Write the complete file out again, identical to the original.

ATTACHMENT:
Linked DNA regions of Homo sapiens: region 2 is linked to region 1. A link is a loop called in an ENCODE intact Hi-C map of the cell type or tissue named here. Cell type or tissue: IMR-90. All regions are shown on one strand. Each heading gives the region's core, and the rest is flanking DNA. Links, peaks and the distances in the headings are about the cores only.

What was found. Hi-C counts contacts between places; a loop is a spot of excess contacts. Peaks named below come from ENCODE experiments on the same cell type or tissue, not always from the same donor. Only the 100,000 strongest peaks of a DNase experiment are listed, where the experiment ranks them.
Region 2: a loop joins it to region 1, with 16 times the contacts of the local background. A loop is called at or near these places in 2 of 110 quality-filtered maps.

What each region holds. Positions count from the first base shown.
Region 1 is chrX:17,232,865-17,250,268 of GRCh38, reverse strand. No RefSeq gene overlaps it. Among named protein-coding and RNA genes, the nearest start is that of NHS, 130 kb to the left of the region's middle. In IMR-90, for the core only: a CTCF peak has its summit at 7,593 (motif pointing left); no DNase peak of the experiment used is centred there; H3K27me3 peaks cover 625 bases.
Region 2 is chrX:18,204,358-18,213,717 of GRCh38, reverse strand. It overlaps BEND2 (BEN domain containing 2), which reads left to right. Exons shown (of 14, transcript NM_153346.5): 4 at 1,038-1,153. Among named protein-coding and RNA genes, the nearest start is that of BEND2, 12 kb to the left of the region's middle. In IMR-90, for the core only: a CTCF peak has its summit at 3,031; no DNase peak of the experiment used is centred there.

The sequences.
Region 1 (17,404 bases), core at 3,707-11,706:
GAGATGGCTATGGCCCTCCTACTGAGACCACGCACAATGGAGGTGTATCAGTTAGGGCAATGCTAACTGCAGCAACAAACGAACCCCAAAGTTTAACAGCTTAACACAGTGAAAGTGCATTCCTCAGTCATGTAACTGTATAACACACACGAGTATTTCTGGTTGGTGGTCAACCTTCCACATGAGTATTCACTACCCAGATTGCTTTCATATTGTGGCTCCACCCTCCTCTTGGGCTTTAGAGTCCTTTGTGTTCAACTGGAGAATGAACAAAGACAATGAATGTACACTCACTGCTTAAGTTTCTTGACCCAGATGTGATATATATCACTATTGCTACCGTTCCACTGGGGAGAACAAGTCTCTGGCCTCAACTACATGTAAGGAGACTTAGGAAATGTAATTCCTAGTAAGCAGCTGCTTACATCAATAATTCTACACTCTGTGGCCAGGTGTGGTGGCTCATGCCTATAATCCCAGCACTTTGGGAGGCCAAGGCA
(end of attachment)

Linked DNA regions of Homo sapiens: region 2 is linked to region 1. A link is a loop called in an ENCODE intact Hi-C map of the cell type or tissue named here. Cell type or tissue: IMR-90. All regions are shown on one strand. Each heading gives the region's core, and the rest is flanking DNA. Links, peaks and the distances in the headings are about the cores only.

What was found. Hi-C counts contacts between places; a loop is a spot of excess contacts. Peaks named below come from ENCODE experiments on the same cell type or tissue, not always from the same donor. Only the 100,000 strongest peaks of a DNase experiment are listed, where the experiment ranks them.
Region 2: a loop joins it to region 1, with 16 times the contacts of the local background. A loop is called at or near these places in 2 of 110 quality-filtered maps.

What each region holds. Positions count from the first base shown.
Region 1 is chrX:17,232,865-17,250,268 of GRCh38, reverse strand. No RefSeq gene overlaps it. Among named protein-coding and RNA genes, the nearest start is that of NHS, 130 kb to the left of the region's middle. In IMR-90, for the core only: a CTCF peak has its summit at 7,593 (motif pointing left); no DNase peak of the experiment used is centred there; H3K27me3 peaks cover 625 bases.
Region 2 is chrX:18,204,358-18,213,717 of GRCh38, reverse strand. It overlaps BEND2 (BEN domain containing 2), which reads left to right. Exons shown (of 14, transcript NM_153346.5): 4 at 1,038-1,153. Among named protein-coding and RNA genes, the nearest start is that of BEND2, 12 kb to the left of the region's middle. In IMR-90, for the core only: a CTCF peak has its summit at 3,031; no DNase peak of the experiment used is centred there.

The sequences.
Region 1 (17,404 bases), core at 3,707-11,706:
GAGATGGCTATGGCCCTCCTACTGAGACCACGCACAATGGAGGTGTATCAGTTAGGGCAATGCTAACTGCAGCAACAAACGAACCCCAAAGTTTAACAGCTTAACACAGTGAAAGTGCATTCCTCAGTCATGTAACTGTATAACACACACGAGTATTTCTGGTTGGTGGTCAACCTTCCACATGAGTATTCACTACCCAGATTGCTTTCATATTGTGGCTCCACCCTCCTCTTGGGCTTTAGAGTCCTTTGTGTTCAACTGGAGAATGAACAAAGACAATGAATGTACACTCACTGCTTAAGTTTCTTGACCCAGATGTGATATATATCACTATTGCTACCGTTCCACTGGGGAGAACAAGTCTCTGGCCTCAACTACATGTAAGGAGACTTAGGAAATGTAATTCCTAGTAAGCAGCTGCTTACATCAATAATTCTACACTCTGTGGCCAGGTGTGGTGGCTCATGCCTATAATCCCAGCACTTTGGGAGGCCAAGGCA